Kim, Nadia Y. and Pawan Dhingra. 2023. Disciplinary Futures: Sociology in Conversation with American, Ethnic, and Indigenous Studies. NYU Press. There is a growing consensus that the discipline of sociology and the social sciences broadly need to engage more thoroughly with the legacy and the present day of colonialism, Indigenous/settler colonialism, imperialism, and racial capitalism in the United States and globally. In Disciplinary Futures, a cross-section of scholars comes together to engage sociology and the social sciences by way of these paradigms, particularly from the influence of disciplines of American, Ethnic, and Indigenous Studies. With original essays from scholars such as Yến Lê Espiritu, Sunaina Maira, Hōkūlani K. Aikau, Salvador Vidal-Ortiz, Ben Carrington, Yvonne Sherwood, and Gilda L. Ochoa, among others, Disciplinary Futures offers concrete pathways for how the social sciences can expand from the limiting frameworks they traditionally use to study race and racism, namely: the black-white binary, the privileging of the nation-state, the fixation on the US mainland, the underappreciation of post- and settler-colonial studies, the liberal assumptions, and the limited conception of what constitutes data. In turn, the contributors reveal that sociology has many useful questions, methodologies, and approaches to offer scholars of American, Ethnic, and Indigenous Studies. Disciplinary Futures is an important work, one which renders these disciplines more intellectually expansive and thus better able to tackle urgent issues of injustice.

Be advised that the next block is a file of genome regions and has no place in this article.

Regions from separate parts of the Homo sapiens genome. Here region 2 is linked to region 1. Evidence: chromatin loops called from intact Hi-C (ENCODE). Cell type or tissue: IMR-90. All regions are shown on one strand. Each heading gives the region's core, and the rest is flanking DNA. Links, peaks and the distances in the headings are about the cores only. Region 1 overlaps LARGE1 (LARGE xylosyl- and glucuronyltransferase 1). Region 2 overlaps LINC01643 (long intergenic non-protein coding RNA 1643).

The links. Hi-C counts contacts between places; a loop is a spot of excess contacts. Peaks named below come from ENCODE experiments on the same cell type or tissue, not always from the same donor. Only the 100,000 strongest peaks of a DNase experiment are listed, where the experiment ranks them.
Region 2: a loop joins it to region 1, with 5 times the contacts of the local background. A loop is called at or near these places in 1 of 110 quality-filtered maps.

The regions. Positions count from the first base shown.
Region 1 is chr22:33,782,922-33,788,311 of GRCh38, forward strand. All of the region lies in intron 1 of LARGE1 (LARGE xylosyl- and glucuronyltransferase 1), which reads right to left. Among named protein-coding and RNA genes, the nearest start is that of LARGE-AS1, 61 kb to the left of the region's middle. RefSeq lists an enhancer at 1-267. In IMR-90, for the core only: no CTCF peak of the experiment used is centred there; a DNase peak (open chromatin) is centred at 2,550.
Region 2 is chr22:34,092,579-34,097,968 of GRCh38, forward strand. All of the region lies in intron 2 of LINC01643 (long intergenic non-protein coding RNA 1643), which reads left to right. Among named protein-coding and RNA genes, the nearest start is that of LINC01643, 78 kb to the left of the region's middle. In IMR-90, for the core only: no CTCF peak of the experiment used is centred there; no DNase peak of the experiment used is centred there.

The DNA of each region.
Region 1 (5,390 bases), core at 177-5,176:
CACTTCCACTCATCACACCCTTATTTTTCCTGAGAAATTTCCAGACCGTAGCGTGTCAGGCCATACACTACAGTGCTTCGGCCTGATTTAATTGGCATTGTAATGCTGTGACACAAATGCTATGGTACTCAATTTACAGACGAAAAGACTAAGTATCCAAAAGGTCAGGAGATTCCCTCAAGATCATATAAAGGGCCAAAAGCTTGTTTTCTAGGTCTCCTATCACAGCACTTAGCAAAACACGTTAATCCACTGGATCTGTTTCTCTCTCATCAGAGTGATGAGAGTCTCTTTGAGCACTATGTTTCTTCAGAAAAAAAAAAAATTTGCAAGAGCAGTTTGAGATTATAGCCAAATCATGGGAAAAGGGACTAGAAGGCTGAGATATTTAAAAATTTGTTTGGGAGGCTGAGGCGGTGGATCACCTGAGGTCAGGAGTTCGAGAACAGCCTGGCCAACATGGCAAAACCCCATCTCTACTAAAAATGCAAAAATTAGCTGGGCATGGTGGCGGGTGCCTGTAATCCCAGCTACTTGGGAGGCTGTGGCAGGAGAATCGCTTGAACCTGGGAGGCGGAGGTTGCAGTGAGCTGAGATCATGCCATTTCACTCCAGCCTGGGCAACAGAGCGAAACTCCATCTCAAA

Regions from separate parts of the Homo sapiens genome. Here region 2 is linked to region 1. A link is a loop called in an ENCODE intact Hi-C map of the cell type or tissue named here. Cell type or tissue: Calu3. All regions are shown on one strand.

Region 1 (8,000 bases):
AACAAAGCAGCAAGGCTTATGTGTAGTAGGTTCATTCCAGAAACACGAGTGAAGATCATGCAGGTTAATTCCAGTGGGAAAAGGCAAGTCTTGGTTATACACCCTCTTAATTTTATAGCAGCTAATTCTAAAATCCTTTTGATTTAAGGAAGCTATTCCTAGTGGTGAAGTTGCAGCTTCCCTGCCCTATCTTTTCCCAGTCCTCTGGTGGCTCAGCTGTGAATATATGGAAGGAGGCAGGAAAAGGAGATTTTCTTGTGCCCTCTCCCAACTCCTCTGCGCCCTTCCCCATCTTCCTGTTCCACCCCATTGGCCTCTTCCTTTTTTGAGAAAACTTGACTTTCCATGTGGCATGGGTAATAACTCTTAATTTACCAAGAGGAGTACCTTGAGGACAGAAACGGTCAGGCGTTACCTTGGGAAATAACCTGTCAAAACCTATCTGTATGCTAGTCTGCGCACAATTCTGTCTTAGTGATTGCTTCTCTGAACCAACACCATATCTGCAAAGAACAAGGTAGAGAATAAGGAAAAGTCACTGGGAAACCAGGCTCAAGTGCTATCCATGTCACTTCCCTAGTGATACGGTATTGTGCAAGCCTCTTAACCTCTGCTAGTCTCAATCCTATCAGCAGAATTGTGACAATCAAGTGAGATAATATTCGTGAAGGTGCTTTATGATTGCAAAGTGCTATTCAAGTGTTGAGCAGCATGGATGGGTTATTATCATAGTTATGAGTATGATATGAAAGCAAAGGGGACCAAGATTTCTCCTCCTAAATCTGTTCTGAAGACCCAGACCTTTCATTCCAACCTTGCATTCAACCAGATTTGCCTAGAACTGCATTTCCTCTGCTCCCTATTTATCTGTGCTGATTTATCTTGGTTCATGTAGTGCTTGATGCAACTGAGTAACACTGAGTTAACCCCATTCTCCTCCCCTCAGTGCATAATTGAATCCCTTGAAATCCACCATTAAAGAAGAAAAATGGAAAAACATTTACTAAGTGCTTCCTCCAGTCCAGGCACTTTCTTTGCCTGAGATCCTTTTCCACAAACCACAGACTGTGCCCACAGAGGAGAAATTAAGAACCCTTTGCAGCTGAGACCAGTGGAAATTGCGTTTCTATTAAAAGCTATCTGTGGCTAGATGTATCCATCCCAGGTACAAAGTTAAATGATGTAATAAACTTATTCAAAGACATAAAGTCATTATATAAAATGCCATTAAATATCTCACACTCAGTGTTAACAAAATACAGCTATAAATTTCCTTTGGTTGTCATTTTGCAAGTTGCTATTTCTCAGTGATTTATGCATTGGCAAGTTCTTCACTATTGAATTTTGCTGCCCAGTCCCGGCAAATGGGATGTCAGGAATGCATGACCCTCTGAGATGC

Stepan-Norris, Judith and Jasmine Kerrisse. 2023. Union Booms and Busts: The Ongoing Fight Over the U.S. Labor Movement. Oxford University Press. The book is a comparative and historical analysis of the factors that helped or hindered workers in their attempts to build unions in the U.S.’s 11 basic industries, 1900-2015. For each industry, we analyze shifts in union power (union density), as affected by the state and macro context, replacement costs of workers, union and employer strategies, and the impact of employment, race, gender, and occupation. Ultimately, we aim to reveal the lessons that these struggles may offer to today’s labor movement. We invite you to make use of our publicly available data repository for your own research. The data that we collected includes industry-level information on union membership and density, strikes, elections, unfair labor practices, employment size, race, gender, and occupation of workers, and more. If you want to purchase the book, the 30% discount code from Oxford is ASFLYQ6. Or you could ask your library to purchase it (instructions here). The first chapter is available here.
Bakker, J.I. 2019. “Piketty and Patrimonialism: A Frankfurt School Critique of Piketty’s Use of Marx, Weber, Political Economy, and Comparative Historical Sociology.” Chapter in Lauren Langman and David A Smith, eds. Twenty-First Century Inequality and Capitalism: Piketty, Marx, and Beyond (Studies in Critical Social Sciences). Brill. Bakker develops a detailed historical argument (that also reflects on contributions of various Frankfurt School luminaries) and sees in Piketty, for all the empirical riches, a relative theoretical poverty, with the lack of attention to imperialism/colonialism, plus his failure to link the “baronial” influence of the modern day patrimonial elites to any form of class analysis.